The flight, according to NASA, was flawless. It was a gentle take off, with a little push by the wind when it climbed higher altitudes, but was very steady with just the tiniest bounce upon landing.
Having motion filter footage showing the dust around the craft can help NASA as it looks to construct larger and more advanced Mars helicopters in the future.
Along with the epic video, shared side-by-side with the motion capture version, Ingenuity also snapped an image showing the moment before its landing legs touched back down after what is being called a ‘Wright Brothers moment.’
While soaring through the thin atmosphere of Mars, Ingenuity snapped 30 pictures per second to help it monitor its own path, and one image shows the moment before its legs are about to meet the ground.
Flying on Mars is particularly challenging due to the fact its atmosphere is just one percent of Earth’s at ground level, and while the lower gravity, a third of that on Earth, helps, it is only a partial offset against the thinner atmosphere.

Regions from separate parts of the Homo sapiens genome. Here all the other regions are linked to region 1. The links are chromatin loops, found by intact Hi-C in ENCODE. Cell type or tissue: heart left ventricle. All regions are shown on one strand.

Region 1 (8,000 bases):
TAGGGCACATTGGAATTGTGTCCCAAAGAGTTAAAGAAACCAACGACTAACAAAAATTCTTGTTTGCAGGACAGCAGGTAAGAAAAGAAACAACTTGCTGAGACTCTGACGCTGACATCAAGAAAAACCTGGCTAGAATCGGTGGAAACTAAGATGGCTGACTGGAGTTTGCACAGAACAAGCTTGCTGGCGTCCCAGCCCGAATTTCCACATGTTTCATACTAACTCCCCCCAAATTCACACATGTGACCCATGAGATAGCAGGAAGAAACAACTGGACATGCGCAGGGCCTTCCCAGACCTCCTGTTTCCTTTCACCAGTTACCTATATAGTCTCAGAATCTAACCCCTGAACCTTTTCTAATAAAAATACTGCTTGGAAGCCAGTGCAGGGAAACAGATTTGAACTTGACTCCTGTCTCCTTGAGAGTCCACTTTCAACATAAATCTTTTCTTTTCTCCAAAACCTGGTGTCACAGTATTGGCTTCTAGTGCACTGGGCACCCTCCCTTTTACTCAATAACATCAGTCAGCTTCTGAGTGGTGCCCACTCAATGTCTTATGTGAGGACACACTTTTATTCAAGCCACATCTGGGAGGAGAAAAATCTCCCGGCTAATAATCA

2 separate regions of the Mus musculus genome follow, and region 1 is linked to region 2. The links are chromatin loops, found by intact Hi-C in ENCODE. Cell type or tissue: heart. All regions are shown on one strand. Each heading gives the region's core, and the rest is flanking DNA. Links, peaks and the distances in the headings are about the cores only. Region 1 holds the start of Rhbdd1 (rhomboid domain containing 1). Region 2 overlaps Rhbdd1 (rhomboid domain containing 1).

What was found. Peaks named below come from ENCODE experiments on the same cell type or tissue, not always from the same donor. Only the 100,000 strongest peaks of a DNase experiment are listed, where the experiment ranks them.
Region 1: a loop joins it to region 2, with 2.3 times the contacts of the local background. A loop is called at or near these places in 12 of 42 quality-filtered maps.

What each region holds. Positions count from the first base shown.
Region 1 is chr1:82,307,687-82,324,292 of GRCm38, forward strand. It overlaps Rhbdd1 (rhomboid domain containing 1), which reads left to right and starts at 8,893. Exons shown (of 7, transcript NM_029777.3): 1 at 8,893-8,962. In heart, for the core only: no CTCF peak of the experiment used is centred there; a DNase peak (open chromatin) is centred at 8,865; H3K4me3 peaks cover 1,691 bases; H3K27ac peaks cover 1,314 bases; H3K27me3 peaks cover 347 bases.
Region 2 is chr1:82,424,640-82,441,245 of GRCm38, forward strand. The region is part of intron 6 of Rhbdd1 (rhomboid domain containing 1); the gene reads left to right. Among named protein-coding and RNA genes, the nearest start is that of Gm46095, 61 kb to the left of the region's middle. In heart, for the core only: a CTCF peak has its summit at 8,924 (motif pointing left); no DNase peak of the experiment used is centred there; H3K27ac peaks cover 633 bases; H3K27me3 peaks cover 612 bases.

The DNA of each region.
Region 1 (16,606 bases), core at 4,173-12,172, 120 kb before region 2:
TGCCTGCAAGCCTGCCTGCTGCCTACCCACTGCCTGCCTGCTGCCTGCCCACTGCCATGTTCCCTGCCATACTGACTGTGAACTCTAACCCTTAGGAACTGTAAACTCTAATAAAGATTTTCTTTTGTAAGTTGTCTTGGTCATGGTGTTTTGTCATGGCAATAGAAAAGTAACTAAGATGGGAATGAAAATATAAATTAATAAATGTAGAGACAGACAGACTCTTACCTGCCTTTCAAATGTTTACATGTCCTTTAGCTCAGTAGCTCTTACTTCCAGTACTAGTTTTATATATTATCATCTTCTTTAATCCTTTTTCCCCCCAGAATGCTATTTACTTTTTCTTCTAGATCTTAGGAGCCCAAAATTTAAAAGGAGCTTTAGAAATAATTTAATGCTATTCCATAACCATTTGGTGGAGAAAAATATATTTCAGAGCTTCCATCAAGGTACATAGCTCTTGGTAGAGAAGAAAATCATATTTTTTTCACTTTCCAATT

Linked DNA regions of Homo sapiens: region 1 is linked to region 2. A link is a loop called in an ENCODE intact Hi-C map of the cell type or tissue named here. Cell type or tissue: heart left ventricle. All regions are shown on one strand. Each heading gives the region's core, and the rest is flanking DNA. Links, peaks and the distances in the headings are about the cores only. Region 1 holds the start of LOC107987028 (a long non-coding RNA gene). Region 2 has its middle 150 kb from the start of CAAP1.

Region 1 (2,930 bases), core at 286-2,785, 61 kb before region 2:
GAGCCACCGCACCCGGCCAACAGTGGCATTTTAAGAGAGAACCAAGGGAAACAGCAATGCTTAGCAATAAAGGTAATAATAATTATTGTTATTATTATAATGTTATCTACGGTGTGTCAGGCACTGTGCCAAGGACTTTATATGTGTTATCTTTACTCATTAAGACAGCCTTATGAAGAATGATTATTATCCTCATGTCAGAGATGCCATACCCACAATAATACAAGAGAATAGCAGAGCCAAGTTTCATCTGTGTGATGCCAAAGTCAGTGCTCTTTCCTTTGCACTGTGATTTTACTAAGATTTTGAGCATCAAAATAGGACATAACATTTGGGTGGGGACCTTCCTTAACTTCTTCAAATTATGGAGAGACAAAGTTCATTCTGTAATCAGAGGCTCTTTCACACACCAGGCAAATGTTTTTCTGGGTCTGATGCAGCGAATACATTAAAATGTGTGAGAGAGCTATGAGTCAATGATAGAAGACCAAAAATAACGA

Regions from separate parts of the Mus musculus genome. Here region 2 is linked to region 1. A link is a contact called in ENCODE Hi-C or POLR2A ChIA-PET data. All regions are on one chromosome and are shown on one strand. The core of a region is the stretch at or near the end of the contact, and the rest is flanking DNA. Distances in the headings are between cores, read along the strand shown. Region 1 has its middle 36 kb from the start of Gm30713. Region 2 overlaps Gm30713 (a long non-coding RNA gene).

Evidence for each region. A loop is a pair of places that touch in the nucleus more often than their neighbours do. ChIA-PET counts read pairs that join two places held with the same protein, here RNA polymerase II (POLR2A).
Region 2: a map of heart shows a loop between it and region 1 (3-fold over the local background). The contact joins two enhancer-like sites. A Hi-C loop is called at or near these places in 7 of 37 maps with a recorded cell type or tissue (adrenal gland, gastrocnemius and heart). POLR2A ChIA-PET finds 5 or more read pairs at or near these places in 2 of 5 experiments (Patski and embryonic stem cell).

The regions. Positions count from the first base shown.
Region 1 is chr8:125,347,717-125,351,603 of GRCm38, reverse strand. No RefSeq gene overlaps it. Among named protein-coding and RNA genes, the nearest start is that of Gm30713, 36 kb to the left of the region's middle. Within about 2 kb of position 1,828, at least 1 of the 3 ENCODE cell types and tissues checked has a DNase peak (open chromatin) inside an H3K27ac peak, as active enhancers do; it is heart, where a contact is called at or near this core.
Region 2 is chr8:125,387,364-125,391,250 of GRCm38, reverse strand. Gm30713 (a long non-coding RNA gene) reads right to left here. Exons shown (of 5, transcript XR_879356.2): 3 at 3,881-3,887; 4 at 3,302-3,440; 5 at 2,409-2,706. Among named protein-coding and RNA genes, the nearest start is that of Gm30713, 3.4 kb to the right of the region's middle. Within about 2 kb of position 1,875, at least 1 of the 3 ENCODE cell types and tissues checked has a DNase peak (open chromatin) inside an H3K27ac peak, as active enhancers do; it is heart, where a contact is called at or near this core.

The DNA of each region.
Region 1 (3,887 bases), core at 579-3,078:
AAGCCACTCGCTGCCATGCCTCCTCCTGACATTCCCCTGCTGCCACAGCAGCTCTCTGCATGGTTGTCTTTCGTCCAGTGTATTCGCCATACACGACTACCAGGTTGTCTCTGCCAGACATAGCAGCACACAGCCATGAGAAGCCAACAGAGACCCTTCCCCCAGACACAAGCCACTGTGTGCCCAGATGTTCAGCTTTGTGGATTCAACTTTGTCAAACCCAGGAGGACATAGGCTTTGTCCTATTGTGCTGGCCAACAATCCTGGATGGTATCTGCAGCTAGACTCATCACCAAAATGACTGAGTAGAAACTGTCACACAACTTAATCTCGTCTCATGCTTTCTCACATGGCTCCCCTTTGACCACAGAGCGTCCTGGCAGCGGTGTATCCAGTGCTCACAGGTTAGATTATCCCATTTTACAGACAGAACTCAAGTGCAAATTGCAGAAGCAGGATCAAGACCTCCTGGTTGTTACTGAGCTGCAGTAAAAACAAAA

This means that in order to fly, the helicopter has to be ultra-light and rotate its blades extremely fast in order to achieve lift. For this week’s test flight the blades spun to 2,500rpm, allowing it to hover 10 feet off the ground.
That is up five times faster than the blades of a helicopter on Earth.
Smaller choppers’ blades spin up to 500 times a minute in flight, while larger aircraft such as twin-rotored copters such as Chinooks may only spin their blades 225 times a minute.
‘What is exciting is that this helicopter has flown hundreds, if not thousands of times, but always in simulations, said Håvard Fjær Grip, Ingenuity Chief Pilot.
The 19 inch tall and 4ft diameter wide helicopter completed the first powered, controlled flight on another planet on Monday, and will attempt to complete four more test flights involving further distances and higher altitudes in the next two weeks.
That first historic flight involved the craft firing up its rotors to 2,500 rpm, lifting up to 10ft, hovering for 30 seconds and then landing safely on the surface.